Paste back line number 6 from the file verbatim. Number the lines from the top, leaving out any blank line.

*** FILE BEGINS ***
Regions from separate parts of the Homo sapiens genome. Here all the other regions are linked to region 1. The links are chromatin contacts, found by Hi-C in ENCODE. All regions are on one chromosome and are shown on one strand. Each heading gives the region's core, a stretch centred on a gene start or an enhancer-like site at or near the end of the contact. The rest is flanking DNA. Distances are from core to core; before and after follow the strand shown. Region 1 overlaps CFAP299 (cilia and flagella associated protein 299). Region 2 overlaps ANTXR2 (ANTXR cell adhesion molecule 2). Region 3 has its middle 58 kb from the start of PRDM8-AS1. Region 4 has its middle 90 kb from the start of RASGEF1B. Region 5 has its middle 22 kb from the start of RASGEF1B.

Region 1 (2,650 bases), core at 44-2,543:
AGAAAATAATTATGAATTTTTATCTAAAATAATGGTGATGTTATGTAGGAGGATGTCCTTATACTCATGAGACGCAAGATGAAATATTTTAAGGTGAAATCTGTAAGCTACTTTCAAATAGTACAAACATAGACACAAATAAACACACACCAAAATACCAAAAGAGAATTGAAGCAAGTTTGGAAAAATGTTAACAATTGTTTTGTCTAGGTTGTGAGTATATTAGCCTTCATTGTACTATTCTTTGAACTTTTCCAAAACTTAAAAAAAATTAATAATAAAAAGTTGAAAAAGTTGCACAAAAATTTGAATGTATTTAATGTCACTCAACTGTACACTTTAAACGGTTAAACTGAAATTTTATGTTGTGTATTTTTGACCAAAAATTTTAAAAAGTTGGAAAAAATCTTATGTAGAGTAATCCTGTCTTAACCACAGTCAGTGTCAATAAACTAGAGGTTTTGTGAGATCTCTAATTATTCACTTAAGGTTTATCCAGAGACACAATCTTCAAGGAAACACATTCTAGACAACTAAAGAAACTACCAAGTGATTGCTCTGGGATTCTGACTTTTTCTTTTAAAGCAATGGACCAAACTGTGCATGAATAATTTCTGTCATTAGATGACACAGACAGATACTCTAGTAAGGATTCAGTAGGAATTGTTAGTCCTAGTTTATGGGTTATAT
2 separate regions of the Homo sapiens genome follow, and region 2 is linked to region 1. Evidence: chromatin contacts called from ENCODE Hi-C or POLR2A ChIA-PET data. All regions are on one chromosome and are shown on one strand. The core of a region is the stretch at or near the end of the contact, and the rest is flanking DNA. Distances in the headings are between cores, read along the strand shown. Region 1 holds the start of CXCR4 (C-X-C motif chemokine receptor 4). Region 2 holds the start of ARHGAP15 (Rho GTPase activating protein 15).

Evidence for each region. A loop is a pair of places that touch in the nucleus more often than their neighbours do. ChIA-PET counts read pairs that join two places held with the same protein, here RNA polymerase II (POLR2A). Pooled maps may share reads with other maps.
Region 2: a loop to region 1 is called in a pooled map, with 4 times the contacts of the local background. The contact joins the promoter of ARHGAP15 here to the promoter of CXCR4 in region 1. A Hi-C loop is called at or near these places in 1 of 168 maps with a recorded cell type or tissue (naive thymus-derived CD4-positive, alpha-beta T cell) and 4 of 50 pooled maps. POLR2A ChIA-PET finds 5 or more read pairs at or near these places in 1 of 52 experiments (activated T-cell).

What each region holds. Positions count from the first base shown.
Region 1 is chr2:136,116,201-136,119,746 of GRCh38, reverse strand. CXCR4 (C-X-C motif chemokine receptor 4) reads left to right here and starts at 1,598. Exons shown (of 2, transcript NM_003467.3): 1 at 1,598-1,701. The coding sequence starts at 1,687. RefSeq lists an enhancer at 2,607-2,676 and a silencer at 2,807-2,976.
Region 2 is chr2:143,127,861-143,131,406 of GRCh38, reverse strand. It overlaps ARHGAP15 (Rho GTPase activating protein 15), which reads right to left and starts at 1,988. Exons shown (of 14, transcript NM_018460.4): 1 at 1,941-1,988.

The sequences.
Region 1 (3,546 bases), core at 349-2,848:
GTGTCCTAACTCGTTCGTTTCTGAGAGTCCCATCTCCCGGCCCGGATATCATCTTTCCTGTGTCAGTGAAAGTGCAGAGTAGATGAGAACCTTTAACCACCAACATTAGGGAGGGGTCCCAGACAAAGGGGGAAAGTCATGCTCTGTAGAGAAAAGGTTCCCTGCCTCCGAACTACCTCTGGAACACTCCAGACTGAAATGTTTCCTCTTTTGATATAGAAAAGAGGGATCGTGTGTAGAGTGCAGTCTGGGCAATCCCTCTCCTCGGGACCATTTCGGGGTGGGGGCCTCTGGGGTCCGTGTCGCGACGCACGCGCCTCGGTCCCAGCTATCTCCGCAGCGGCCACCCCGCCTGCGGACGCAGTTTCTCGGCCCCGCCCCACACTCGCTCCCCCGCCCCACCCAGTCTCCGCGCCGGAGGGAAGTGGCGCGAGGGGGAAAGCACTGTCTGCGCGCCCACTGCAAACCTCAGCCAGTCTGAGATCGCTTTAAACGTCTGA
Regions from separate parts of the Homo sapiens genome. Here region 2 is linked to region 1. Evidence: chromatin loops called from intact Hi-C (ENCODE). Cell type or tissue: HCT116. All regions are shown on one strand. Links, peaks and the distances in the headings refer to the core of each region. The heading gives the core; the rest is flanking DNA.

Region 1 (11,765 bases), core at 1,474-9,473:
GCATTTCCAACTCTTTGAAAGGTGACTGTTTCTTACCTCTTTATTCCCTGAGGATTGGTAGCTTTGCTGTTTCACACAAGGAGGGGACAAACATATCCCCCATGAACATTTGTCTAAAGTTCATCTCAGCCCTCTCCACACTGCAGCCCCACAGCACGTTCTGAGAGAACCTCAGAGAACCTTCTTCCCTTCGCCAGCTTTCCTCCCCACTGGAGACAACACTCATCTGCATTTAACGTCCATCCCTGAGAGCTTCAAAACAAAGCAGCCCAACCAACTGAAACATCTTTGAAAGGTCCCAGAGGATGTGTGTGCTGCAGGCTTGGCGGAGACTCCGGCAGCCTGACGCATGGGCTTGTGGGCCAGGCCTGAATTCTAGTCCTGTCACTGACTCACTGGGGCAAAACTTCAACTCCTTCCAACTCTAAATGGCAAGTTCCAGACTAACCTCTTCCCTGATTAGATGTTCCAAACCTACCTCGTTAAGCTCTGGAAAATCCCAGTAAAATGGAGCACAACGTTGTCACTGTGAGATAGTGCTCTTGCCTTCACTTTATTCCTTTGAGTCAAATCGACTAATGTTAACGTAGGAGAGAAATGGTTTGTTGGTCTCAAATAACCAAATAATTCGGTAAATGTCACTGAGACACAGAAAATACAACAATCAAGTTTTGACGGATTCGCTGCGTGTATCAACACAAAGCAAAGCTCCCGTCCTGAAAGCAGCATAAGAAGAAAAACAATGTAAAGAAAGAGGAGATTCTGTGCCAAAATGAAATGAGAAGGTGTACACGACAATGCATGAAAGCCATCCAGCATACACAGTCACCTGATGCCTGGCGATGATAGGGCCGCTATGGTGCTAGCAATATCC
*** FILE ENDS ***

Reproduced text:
Region 2: a loop to region 1 is called in a pooled map, with 4 times the contacts of the local background. The contact joins the promoter of ARHGAP15 here to the promoter of CXCR4 in region 1. A Hi-C loop is called at or near these places in 1 of 168 maps with a recorded cell type or tissue (naive thymus-derived CD4-positive, alpha-beta T cell) and 4 of 50 pooled maps. POLR2A ChIA-PET finds 5 or more read pairs at or near these places in 1 of 52 experiments (activated T-cell).